Protecting Windows and Rooftops

Any season holds the potential for causing damage. And damage can be widespread, including to your home. Because of the overall size and stature of many landscaping trees, even trees that are planted a suitable distance from homes, or other structures, still have the potential to cause damage, especially when they are fully grown. Certain geographic locations are more prone to particular kinds of storms, and their fury, than others. In these areas, preparation is key toward the prevention of damage.

Weak, dying or dead branches are a liability. During spring and summer, they are easily snapped and fall during strong winds. Those that are weighted enough and hang over rooftops have a propensity to fall onto or through them. Even the least weighted of branches have a propensity to remove shingles during a particularly strong storm. Of course, it goes without saying that roof damage that isn’t corrected promptly could lead to more substantial and costly problems for the homeowner in the future.

Consider, too, that most of the summer and fall seasons include hurricane season. Sometimes damage sites may not be the direct result of a hurricane’s landfall, either. Stronger categorical storms may push inland, threatening both life and property well beyond the site of the initial landfall. Unkempt or unhealthy trees, or even outdoor lawn furniture, grills and small boats, can easily become projectiles in volatile, hurricane-force winds. Covering windows with plywood may lessen the chances of resulting window damage during a hurricane, though it’s not an entirely foolproof means of prevention. The high winds hurricanes routinely bring with them are also a means by which many shingles are lost from rooftops each year. Unfortunately, as compared to typical spring and summer rain showers, the rather heavy rainfall that accompanies hurricanes can mean misfortune to a compromised rooftop.

With modern technology, however, advance warning generally allows for several days of preparation ahead of a hurricane. If you live in the Austin, Texas area, contact an Austin tree trimming professional to make your property as safe as possible by removing problem trees or tree branches before a storm hits.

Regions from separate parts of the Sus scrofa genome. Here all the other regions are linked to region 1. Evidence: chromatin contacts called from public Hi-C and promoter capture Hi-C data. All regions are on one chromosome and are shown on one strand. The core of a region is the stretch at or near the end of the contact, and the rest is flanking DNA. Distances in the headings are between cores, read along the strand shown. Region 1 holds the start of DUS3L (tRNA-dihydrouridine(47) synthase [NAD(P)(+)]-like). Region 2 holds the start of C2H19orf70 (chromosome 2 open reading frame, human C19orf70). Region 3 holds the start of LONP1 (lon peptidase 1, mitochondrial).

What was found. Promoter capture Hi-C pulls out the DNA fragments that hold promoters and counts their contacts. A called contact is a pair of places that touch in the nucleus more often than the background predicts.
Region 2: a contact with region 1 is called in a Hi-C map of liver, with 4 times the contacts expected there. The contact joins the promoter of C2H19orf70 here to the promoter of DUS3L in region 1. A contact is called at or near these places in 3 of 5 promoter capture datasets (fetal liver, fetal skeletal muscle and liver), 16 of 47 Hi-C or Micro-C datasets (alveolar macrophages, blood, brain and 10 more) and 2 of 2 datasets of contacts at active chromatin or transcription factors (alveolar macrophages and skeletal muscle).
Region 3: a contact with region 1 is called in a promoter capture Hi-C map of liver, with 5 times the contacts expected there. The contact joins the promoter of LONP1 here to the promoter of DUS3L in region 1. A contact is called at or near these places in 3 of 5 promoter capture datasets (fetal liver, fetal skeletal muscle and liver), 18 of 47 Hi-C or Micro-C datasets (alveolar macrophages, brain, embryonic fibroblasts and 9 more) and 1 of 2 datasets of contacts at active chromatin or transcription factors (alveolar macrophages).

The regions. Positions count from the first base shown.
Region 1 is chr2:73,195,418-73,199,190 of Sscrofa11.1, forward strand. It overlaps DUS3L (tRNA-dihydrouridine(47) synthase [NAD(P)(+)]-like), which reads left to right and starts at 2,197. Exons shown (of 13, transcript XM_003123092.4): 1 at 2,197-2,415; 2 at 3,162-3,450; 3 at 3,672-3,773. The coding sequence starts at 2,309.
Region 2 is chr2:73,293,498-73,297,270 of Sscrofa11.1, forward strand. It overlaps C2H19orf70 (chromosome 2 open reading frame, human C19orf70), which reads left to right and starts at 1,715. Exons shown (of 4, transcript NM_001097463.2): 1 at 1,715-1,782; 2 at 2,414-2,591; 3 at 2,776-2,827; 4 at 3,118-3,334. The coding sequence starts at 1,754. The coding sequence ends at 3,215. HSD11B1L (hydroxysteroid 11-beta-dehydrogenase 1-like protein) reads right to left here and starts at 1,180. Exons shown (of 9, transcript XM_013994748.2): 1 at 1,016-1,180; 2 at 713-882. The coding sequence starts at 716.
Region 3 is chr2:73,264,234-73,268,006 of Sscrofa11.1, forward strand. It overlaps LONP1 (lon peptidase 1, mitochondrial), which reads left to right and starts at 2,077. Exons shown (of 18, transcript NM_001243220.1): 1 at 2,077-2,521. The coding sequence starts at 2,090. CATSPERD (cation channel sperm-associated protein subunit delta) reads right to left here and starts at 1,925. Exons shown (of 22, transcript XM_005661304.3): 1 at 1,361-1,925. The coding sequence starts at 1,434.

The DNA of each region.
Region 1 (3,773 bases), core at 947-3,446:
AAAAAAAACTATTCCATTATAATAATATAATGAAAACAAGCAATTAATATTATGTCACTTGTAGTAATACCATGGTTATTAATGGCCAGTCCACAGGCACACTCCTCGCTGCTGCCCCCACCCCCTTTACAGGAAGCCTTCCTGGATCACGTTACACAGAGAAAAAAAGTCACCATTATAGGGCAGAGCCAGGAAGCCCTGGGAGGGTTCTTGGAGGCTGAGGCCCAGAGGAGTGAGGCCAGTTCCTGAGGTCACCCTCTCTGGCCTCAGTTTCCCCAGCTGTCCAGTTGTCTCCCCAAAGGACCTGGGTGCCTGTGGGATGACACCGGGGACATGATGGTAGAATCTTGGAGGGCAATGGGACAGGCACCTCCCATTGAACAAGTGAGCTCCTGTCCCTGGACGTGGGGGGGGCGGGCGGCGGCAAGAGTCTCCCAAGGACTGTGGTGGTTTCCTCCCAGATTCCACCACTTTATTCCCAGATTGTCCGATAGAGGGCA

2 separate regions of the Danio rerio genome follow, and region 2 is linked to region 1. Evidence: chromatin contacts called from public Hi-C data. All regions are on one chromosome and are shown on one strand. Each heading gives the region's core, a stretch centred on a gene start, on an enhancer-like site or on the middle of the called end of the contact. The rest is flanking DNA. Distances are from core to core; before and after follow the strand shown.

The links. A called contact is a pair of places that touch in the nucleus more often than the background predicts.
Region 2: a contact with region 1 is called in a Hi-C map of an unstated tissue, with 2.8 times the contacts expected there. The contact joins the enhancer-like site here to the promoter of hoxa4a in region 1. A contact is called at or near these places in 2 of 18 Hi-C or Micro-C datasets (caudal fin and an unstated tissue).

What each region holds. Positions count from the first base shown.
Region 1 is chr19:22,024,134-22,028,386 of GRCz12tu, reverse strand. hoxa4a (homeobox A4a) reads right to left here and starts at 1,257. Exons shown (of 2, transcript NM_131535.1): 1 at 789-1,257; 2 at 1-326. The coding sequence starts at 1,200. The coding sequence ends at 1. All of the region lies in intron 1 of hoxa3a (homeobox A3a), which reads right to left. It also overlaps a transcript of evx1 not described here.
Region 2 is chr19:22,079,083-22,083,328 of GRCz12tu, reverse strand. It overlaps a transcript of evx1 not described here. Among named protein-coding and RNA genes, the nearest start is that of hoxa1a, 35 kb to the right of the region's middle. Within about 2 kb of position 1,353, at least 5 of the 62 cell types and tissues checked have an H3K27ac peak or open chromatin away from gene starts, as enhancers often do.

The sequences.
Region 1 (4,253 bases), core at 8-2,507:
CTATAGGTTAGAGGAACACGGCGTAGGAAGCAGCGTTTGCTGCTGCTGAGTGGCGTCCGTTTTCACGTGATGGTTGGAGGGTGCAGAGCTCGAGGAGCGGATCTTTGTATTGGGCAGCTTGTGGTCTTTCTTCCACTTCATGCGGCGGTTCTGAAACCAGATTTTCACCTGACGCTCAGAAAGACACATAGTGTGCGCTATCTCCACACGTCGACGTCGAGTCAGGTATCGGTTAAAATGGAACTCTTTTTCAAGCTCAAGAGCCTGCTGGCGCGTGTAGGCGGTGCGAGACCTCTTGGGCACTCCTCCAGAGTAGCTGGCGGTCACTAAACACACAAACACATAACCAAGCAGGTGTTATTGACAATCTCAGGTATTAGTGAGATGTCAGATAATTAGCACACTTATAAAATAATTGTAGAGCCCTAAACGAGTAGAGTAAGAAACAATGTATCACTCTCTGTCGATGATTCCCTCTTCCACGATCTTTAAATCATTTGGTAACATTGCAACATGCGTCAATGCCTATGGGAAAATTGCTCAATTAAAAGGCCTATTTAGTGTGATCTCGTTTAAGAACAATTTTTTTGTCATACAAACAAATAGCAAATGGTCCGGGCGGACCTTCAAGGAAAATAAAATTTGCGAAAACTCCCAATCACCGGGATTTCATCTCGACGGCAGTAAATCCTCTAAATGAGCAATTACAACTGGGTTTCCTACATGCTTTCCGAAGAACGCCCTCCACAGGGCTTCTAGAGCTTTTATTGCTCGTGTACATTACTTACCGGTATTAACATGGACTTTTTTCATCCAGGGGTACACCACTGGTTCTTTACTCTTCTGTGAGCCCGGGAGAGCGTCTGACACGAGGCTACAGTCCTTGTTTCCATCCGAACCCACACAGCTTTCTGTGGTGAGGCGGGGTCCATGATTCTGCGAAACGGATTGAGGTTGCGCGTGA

Although hard freezes, ice and heavy snow are quite rare phenomena in some areas of the country, especially in the South, these conditions are not completely unheard of, either. On the rare occasion that any of these conditions occur, they, too, are culprits for potential problems. Tree branches that are weakened by the weight of ice or snow also are easily snapped, compromising anything that may lie beneath them, including roofs and windows. Limbs that are iced over become less pliable and more unyielding. Combined with winter winds, glass windows certainly are no match for such conditions.

These are just several examples of how every season has the potential to cause damage to private property, arguably the most valuable of which is our homes. With a little forethought, however, damage to the most vulnerable of barriers, namely windows and rooftops, may be minimized or avoided altogether. Consult with an Austin tree care service and learn the ways you can prepare and minimize prospective damage of any kind for any season.

About the Author: Andrew Johnson is the owner of Central Texas Tree Care, a leading provider of Austin tree service in Central Texas. Certified ISA Austin arborist services including: tree trimming, tree removal, tree care and oak wilt treatment. For more information on Austin tree service, please visit https://www.centraltexastreecare.com.

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